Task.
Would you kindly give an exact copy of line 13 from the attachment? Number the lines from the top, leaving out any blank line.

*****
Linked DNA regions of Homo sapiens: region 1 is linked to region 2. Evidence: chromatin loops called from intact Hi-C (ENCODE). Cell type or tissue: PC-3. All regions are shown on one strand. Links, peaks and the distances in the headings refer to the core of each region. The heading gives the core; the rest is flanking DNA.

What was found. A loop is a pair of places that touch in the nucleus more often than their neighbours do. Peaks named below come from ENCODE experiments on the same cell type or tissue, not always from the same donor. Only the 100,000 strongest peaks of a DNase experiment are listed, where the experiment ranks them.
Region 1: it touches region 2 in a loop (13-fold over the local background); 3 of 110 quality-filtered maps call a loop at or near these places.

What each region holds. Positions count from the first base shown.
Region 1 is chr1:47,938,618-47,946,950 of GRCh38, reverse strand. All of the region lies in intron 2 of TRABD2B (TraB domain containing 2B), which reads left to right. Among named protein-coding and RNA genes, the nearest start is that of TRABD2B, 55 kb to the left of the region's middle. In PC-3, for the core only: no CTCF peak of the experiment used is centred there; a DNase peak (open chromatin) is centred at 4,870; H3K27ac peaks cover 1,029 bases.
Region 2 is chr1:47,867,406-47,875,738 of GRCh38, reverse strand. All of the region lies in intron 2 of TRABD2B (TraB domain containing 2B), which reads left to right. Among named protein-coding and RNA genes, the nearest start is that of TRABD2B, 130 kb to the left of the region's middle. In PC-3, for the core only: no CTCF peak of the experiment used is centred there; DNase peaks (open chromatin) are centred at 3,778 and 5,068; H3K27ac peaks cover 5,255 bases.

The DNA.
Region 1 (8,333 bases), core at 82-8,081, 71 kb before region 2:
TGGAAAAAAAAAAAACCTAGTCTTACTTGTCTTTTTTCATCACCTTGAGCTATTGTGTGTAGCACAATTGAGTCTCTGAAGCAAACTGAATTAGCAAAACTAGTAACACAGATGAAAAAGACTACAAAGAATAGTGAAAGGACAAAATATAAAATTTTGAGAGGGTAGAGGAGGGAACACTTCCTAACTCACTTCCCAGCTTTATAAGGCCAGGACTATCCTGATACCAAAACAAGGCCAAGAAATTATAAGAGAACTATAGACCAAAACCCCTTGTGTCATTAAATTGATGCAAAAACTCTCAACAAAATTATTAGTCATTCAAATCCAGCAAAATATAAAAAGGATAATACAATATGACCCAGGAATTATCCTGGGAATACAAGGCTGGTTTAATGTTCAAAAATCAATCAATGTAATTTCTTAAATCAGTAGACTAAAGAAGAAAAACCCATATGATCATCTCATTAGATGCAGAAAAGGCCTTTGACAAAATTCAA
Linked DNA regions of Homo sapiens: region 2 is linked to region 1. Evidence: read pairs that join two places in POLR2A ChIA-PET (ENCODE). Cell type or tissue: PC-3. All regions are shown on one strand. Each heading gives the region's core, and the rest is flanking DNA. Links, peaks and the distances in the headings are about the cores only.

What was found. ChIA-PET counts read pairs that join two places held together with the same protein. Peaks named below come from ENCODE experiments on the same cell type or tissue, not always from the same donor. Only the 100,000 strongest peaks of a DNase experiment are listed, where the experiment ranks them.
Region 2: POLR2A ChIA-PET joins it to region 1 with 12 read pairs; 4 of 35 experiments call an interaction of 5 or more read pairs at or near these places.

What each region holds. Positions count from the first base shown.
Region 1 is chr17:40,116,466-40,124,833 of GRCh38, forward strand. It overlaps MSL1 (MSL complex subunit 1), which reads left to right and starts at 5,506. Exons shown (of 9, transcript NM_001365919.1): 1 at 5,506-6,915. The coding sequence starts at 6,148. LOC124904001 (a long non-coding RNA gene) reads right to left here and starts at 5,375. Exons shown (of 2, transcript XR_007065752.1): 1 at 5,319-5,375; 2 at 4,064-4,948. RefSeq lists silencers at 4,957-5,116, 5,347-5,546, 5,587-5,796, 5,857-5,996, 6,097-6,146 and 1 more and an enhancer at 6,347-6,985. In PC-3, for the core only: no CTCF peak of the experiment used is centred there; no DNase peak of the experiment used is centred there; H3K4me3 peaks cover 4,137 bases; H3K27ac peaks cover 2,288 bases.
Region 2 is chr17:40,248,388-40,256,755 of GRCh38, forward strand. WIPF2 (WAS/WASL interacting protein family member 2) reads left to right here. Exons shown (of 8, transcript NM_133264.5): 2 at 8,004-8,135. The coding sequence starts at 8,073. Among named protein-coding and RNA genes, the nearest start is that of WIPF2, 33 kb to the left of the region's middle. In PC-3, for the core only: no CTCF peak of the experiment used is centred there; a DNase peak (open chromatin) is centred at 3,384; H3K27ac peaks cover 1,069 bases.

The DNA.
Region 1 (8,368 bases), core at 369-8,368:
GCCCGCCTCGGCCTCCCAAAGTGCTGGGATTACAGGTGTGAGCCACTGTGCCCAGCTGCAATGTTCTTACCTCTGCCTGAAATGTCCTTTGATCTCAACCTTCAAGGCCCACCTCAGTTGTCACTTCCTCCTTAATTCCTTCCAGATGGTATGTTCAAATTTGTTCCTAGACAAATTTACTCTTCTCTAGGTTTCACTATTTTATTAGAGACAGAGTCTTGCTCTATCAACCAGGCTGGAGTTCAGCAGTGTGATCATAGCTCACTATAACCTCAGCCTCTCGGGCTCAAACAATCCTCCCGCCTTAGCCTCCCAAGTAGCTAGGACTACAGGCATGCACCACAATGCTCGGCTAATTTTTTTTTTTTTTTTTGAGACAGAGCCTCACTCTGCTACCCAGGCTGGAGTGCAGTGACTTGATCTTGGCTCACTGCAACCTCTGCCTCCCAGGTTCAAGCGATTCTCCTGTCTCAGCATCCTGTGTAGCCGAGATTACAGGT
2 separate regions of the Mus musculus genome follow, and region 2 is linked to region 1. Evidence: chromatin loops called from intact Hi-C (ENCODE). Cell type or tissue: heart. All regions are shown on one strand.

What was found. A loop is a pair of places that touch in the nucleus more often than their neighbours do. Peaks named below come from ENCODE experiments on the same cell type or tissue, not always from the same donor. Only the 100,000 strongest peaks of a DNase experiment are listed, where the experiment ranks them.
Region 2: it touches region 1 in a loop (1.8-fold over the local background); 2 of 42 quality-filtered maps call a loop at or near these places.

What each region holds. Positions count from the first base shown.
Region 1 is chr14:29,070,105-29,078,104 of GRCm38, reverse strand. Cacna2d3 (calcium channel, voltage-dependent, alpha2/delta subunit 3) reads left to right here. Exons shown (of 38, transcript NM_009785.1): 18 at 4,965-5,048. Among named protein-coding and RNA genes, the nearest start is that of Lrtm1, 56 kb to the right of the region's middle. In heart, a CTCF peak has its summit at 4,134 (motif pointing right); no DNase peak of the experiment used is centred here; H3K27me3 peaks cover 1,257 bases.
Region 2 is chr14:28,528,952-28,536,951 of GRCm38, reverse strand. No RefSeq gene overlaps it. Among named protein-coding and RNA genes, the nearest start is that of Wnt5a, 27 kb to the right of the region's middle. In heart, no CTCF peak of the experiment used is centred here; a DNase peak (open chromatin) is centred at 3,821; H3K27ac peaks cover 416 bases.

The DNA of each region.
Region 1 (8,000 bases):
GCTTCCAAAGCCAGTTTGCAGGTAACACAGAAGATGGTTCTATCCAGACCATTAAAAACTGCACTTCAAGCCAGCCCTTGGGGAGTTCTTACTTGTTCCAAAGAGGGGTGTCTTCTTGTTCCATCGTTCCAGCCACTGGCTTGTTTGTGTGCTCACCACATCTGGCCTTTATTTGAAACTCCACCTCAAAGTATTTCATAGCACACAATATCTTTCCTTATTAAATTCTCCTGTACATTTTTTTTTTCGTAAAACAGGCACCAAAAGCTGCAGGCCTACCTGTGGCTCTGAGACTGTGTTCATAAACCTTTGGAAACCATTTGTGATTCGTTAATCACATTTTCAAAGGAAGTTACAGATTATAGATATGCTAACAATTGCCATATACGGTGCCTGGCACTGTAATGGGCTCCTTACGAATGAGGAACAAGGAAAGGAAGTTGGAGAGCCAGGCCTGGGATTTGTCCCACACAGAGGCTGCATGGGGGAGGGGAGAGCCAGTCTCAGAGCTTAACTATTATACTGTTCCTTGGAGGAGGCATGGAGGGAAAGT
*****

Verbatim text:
What each region holds. Positions count from the first base shown.